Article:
Module: Muscle Synergies

Targeting muscle synergies to
optimise movement retraining
for the low back & hip



This module develops clinicians’ ability to exert the greatest change on their patients’ movement, chance of recurrence and function by focusing upon muscle synergies of the low back and hip.

Literature is increasingly identifying the relationship between muscle synergies and altered movement quality in the presence of pain, a history of pain and compromised function. The course gives clinicians the skillset, the understanding and a systemized framework to efficiently facilitate changes in muscle synergies so as to reverse the frequently observed recruitment impairments.

Clinical tools of assessment and movement retraining are directed towards altering contributions of synergistic muscles, a process ensuring patients can move through each day with a more optimal set of movement patterns, meeting the demands of function without pain and a reduced chance of recurrence.



The main focus of this course is to enhance clinicians’ abilities to change their patients’ muscle synergies to reduce pain, the effects of pathology, and the impact of compromised function.,

A systemized framework of movement management is presented and applied, including a model of muscle synergy classification. This model helps steer clinical decision making, retraining design and delivery and patients’ long-term outcomes.

Clinicians gain an enhanced ability to analyse and subsequently alter muscle synergies. As all functional movement utilises synergistic patterns, the clinical value of this course’s content is to supply the tools to positively influence multi-joint in function.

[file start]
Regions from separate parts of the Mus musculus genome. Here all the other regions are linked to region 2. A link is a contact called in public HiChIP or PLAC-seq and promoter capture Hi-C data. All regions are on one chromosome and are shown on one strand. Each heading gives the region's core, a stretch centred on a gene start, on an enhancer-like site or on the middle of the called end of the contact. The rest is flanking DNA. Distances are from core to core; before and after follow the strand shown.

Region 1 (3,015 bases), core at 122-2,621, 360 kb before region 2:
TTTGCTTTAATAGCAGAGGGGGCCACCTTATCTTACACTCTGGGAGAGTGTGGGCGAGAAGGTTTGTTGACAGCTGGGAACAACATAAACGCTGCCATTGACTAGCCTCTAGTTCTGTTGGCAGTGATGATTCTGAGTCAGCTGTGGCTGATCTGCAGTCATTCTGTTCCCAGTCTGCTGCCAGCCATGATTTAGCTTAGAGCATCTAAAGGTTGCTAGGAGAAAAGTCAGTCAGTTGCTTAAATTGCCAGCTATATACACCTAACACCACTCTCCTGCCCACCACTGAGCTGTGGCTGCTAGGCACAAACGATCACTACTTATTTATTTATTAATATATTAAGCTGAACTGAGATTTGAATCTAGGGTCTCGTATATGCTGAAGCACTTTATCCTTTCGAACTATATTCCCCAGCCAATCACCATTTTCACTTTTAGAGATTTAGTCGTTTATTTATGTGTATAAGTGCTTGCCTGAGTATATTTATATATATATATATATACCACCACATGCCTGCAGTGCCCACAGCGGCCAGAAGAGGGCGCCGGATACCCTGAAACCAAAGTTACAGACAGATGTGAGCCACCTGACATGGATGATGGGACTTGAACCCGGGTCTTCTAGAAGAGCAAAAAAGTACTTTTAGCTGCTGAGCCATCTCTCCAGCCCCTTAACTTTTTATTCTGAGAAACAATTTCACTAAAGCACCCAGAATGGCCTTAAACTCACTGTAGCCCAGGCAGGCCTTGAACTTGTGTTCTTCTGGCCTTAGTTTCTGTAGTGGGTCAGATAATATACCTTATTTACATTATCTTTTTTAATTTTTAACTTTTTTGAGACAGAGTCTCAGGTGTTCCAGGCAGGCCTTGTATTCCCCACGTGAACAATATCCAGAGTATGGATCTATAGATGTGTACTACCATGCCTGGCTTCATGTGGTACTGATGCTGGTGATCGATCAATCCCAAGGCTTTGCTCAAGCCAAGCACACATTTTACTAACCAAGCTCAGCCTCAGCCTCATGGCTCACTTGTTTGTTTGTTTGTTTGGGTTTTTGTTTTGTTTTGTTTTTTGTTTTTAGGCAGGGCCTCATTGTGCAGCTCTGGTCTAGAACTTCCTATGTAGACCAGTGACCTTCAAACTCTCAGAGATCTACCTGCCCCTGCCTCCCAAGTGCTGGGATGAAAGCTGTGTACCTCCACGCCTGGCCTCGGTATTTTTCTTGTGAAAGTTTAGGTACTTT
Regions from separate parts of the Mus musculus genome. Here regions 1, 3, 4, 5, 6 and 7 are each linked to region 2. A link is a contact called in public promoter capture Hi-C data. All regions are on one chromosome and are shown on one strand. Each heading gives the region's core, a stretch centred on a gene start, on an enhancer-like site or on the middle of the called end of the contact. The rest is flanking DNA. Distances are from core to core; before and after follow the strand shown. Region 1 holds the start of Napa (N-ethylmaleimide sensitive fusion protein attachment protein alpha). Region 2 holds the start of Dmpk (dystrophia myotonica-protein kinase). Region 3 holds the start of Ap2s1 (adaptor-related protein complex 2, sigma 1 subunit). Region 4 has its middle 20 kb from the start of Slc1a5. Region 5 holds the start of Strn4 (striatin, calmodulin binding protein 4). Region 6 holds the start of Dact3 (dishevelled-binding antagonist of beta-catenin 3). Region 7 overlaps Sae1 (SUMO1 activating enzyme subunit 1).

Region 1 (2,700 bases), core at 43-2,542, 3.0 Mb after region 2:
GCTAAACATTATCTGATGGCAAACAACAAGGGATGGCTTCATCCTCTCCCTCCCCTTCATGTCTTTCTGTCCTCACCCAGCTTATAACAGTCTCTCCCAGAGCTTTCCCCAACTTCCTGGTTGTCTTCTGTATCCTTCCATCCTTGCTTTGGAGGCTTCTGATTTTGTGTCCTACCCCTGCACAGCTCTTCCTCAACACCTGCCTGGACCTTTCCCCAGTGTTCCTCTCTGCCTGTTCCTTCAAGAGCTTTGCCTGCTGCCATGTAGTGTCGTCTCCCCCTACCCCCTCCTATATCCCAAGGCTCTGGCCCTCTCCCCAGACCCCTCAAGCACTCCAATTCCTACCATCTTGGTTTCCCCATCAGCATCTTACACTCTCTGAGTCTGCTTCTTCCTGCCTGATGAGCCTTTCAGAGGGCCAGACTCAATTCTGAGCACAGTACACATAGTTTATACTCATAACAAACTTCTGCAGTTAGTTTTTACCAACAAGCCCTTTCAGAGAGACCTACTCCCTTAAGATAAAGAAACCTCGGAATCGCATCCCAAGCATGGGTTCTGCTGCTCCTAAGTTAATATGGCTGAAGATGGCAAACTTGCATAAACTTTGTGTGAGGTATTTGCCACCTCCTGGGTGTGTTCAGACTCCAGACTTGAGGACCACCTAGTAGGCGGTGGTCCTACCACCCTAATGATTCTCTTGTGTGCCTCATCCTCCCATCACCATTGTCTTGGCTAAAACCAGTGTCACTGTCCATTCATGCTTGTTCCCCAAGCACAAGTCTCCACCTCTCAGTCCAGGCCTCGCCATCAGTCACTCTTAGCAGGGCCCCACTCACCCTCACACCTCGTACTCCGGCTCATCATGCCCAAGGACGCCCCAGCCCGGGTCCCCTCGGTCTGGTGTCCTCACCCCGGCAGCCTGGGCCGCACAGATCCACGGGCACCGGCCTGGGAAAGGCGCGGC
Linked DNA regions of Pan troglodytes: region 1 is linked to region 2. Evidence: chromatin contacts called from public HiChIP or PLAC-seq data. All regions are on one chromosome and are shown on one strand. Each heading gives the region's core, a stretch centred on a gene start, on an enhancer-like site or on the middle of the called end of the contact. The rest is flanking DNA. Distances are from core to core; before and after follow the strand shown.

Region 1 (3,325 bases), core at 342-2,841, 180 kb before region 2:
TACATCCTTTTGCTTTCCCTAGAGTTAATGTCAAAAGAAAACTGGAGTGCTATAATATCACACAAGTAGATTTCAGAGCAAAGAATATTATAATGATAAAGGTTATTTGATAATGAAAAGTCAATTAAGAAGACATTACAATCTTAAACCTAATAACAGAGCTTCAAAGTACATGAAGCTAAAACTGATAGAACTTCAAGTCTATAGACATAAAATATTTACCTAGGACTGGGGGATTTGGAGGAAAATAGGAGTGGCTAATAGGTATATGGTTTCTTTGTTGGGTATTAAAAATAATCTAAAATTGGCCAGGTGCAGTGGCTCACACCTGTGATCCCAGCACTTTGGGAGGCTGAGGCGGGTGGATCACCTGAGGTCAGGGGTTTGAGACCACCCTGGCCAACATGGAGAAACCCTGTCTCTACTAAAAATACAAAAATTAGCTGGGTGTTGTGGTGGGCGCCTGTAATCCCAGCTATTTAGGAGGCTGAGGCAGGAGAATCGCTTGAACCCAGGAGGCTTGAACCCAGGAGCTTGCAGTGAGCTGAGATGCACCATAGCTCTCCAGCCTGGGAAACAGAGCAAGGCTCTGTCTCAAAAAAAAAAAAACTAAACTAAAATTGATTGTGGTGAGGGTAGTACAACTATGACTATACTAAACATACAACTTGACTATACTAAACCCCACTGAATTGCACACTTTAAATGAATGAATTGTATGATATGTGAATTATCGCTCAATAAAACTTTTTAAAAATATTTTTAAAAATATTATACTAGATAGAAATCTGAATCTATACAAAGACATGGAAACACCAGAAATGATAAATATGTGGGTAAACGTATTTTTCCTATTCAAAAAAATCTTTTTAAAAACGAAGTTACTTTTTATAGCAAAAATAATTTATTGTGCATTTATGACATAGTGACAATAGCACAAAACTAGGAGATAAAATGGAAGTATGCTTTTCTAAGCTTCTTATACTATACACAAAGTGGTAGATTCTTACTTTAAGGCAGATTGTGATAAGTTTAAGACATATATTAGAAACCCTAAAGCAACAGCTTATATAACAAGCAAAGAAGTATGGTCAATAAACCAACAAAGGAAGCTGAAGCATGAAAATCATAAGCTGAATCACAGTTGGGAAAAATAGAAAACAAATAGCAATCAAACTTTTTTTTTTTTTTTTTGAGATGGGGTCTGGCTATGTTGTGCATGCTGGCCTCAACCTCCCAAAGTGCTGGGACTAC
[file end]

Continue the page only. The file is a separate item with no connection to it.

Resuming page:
• Enhances ability to assess and retrain muscle synergies associated to pain, pathology and compromised function of the low back and hip
  • Develops clinicians’ cueing and facilitation skillset to positively impact movement impairments attributable to altered muscle synergies
  • Supplies clinical skills to give patients strategies to reduce recurrence and maintain function
  • Gives therapists the skills, tools and understanding to choose movement assessment and retraining as the clinical intervention of choice



At the end of this course the participant should be able to:
  • Demonstrate the skills allowing them to change patients’ movement through the assessment and retraining of muscle synergies
  • Relate muscle synergy recruitment patterns to pain, recurrence and compromised function
  • Demonstrate an ability to assess muscle synergy efficiency
  • Demonstrate an ability to retrain muscle synergy efficiency
  • Demonstrate the ability to assess for loss of extensibility and aberrant recruitment substitutions of dominant synergists
  • Display options for movement retraining in addition to acquiring the ability to match the level of retraining to your patient’s abilities and goals
  • Operate within a structured clinical reasoning framework to help patients achieve their outcomes